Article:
Construction Program Management and Inspection Guide
- Construction program management includes stewardship, oversight, leadership and technical support, and promotion of continuous quality improvement and new technologies.
- Construction program oversight has evolved from a project-specific to program-level emphasis. In the process, a variety of inspection techniques have been developed and should be considered for use under appropriate circumstances. While overall program guidance is provided in regulations and by FHWA's headquarters, division administrators have been given flexibility to manage their programs. Along with this delegation of authority comes responsibility and accountability. Much of this has been passed along to the individual division construction program manager (district engineer or equivalent staff position).
- Public agency oversight requires accountability that should be documented. The division should maintain a record of significant findings, recommendations, and their resolution. This is typically a portion of the division office's stewardship procedures.
- In addition to inspecting construction projects for acceptance purposes, inspections are required to obtain up-to-date information on problems and changes; to evaluate the work and the State's project management; to provide technical assistance and promote programs; to gather information for special reports; and to maintain rapport with STA project personnel.
- The reporting of construction inspection activities is necessary to document FHWA's efforts to carry out its assigned responsibilities to convey information about projects to appropriate parties within FHWA and the STA in accordance with Federal law and regulations.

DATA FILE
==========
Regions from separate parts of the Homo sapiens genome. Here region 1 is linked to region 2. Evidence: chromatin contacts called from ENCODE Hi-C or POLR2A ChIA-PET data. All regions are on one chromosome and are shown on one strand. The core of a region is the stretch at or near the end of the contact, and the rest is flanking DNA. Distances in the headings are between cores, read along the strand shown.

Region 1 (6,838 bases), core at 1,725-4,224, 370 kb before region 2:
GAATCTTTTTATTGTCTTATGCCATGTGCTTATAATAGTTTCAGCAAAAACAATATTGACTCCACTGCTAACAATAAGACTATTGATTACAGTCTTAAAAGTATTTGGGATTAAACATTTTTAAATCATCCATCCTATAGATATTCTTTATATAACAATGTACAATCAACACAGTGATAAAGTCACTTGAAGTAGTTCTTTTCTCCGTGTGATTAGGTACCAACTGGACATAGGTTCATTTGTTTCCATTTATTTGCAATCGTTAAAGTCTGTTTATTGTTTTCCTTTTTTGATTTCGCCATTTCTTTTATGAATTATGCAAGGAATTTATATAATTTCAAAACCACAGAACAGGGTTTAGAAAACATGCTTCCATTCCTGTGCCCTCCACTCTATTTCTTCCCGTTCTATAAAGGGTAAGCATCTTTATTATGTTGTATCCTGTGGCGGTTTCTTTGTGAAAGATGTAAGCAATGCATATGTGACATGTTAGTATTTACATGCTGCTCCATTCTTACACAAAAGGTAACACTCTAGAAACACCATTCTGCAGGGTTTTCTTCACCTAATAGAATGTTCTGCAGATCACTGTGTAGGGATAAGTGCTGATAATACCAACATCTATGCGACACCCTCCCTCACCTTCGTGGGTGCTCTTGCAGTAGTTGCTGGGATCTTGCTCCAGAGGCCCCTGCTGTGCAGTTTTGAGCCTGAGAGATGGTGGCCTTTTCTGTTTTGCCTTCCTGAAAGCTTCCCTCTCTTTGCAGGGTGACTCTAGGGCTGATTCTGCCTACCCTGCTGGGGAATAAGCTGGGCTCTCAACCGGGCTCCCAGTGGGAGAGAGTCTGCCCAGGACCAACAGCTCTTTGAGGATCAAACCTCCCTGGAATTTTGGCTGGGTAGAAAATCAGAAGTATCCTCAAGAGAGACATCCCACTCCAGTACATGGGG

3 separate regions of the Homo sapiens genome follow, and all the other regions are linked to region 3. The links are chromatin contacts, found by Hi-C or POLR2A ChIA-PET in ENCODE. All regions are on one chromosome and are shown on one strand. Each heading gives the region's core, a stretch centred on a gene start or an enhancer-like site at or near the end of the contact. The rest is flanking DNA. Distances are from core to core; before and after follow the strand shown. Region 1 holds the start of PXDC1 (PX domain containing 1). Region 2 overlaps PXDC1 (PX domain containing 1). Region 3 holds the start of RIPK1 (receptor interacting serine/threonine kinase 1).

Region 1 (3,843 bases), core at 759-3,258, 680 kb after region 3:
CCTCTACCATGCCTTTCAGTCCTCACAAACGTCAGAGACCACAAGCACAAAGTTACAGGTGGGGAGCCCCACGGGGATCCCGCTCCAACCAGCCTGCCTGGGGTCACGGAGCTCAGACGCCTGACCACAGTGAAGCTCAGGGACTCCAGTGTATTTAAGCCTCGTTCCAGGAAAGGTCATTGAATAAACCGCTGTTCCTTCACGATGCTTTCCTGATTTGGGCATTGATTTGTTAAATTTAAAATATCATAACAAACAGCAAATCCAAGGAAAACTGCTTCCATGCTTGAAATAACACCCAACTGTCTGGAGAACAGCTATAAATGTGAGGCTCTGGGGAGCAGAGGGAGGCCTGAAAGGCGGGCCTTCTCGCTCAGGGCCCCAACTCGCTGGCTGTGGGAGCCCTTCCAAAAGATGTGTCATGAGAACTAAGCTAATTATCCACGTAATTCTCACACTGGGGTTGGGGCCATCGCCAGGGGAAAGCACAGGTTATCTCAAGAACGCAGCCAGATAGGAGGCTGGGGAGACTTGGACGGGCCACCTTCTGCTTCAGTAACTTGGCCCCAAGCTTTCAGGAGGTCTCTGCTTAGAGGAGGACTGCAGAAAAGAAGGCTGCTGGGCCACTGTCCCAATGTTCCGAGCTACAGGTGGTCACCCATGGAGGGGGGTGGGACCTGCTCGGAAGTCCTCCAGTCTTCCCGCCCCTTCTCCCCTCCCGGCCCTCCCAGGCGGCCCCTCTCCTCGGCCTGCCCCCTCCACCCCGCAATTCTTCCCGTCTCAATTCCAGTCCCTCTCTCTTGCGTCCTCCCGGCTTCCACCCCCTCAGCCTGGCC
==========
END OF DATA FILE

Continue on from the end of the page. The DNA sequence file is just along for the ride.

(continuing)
- Inspection activities included in the division office's construction management program should be planned and scheduled using an appropriate combination of inspection techniques, in keeping with directives and guidelines that have been established, and in consideration of individual State characteristics and conditions.
- All inspections should have a review objective and a review plan, the form and comprehensiveness of which will vary with the type and detail of the review. Review guidelines and preliminary review activities will also contribute to a successful inspection.
- The list of possible items to be covered on an inspection is extensive. Possible items for inspection coverage and a list of work items for the reviewer's consideration are listed in the text and in the sidebar "Items to Consider for Review."
- Supportable facts, observations, opinions, hearsay, conclusions, and recommendations are all of value in construction inspection reports, but the inspecting engineer should be specific in identifying each. Unsupported hearsay should be avoided.
- The use of specific inspection report forms has been suggested for ease of report identification (see Appendix G). Following a reasonable consistent format for report writing helps to make the report orderly and easy to follow.
- An effort should be made to make reports reasonably self-sufficient without making them overly bulky. The inclusion of photographs and sketches can frequently be of value. Suggestions for writing quality reports are included in the text and in Appendix F.
- Division offices should route reports to appropriate parties internally and externally to ensure that they are informed of significant construction program activities.
- Engineers making findings and recommendations on construction projects have the responsibility to prepare a timely report.
- Technology transfer and quality assurance program activities are important integral elements of the total construction inspection program.
The key to a successful construction management program is the acceptance of responsibility and accountability by the field engineer and support from FHWA management.